• Stonks: This is a funny way of spelling “stocks.” This meme was around before WallStreetBets and it shows a poorly drawn bald man in a suit looking at an arrow pointing up in price.
  • Tendies: This means profits made from meme stocks. It comes from chicken tenders, a fast-food item that some people associate with rewards or treats. 
  • To the moon: This means that a stock will go up very high, as high as the moon. 
  • YOLO: This means “you only live once.” This is a way of saying that buying a meme stock is worth the risk.

Also Read: CANSLIM Stocks

How Meme Stocks and Short Selling Are Related

Meme stocks are stocks that become very popular online, especially on social media platforms. They often have a lot of short sellers, who are people who sell shares that they borrow, hoping to buy them back later at a lower price. Short selling is a way of betting that the price of a stock will go down. Short sellers have to pay interest and fees to borrow the shares, and they also have to cover their losses if the price goes up.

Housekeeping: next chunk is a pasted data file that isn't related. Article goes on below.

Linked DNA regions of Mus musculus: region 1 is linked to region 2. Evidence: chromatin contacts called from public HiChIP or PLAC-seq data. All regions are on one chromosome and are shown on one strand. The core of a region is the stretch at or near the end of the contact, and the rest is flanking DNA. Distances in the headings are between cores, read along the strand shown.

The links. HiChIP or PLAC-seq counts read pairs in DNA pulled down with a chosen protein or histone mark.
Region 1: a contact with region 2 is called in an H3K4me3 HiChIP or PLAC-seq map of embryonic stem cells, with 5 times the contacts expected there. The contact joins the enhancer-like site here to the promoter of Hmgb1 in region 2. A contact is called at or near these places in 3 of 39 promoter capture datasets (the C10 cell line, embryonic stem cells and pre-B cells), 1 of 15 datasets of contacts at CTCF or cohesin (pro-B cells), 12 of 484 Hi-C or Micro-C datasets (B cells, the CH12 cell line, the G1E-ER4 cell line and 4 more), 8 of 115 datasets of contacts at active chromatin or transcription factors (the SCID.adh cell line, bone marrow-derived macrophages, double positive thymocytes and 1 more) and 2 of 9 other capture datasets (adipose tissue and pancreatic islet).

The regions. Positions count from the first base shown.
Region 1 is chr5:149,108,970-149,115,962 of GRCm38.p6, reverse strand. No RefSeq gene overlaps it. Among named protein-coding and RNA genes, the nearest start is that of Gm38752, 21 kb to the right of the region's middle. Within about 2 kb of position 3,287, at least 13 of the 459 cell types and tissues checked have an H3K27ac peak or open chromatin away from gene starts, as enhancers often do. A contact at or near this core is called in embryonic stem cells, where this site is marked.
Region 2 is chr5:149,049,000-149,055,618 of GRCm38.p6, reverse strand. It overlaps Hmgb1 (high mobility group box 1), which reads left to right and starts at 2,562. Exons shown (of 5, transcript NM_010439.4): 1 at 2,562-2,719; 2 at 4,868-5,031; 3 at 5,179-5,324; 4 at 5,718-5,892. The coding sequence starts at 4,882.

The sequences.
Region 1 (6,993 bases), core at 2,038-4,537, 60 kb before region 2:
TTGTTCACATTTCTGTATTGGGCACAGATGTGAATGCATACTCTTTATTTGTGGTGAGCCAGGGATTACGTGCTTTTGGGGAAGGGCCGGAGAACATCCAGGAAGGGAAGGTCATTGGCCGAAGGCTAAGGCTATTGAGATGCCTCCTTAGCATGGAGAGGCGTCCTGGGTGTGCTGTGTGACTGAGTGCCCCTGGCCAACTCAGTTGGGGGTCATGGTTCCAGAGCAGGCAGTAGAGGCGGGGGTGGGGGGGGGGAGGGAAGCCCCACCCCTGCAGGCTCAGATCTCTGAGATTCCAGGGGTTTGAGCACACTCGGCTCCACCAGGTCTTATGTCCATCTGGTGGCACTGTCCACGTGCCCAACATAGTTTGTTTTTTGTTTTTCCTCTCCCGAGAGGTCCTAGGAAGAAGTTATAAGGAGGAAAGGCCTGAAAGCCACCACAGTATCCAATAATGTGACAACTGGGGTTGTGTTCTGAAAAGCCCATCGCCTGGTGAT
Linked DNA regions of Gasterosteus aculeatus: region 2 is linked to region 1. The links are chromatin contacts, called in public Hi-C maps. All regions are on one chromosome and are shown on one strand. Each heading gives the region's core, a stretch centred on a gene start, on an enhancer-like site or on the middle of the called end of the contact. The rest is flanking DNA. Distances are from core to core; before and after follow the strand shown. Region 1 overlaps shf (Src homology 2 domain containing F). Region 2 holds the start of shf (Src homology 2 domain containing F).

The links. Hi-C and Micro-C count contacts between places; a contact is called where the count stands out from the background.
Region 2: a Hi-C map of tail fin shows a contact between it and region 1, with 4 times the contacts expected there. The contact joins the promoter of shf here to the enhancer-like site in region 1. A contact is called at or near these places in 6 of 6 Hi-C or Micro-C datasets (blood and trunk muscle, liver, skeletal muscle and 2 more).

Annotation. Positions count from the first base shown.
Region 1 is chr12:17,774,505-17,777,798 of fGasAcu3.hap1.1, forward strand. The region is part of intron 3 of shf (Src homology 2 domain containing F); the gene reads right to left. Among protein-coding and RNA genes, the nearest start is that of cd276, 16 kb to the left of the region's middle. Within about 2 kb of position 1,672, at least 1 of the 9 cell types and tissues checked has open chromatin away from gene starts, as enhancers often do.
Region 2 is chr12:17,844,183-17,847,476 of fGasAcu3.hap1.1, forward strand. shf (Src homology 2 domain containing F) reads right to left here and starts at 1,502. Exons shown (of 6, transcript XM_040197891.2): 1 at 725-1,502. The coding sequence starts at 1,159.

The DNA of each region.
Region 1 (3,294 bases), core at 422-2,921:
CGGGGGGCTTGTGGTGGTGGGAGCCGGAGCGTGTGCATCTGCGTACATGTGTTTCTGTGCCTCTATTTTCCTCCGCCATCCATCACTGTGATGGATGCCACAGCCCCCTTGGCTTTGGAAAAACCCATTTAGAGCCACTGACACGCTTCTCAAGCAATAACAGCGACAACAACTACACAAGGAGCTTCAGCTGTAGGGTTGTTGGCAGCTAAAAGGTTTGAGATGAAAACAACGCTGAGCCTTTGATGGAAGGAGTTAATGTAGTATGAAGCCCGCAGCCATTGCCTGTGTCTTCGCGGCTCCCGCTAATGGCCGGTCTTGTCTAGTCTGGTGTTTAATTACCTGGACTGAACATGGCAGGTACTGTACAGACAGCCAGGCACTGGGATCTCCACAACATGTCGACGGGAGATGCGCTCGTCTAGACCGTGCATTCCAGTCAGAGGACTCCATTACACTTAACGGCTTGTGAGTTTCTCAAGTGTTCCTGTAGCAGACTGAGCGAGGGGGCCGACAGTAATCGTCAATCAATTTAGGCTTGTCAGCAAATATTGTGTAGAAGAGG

Sometimes, the price of a heavily shorted stock can go up very fast because of a short squeeze. A short squeeze is when many short sellers have to buy back the shares at a higher price to close their positions. This can happen because of margin calls, which are when brokers demand more money from short sellers to cover their losses. When many short sellers buy the shares at the same time, it creates more demand and pushes the price even higher.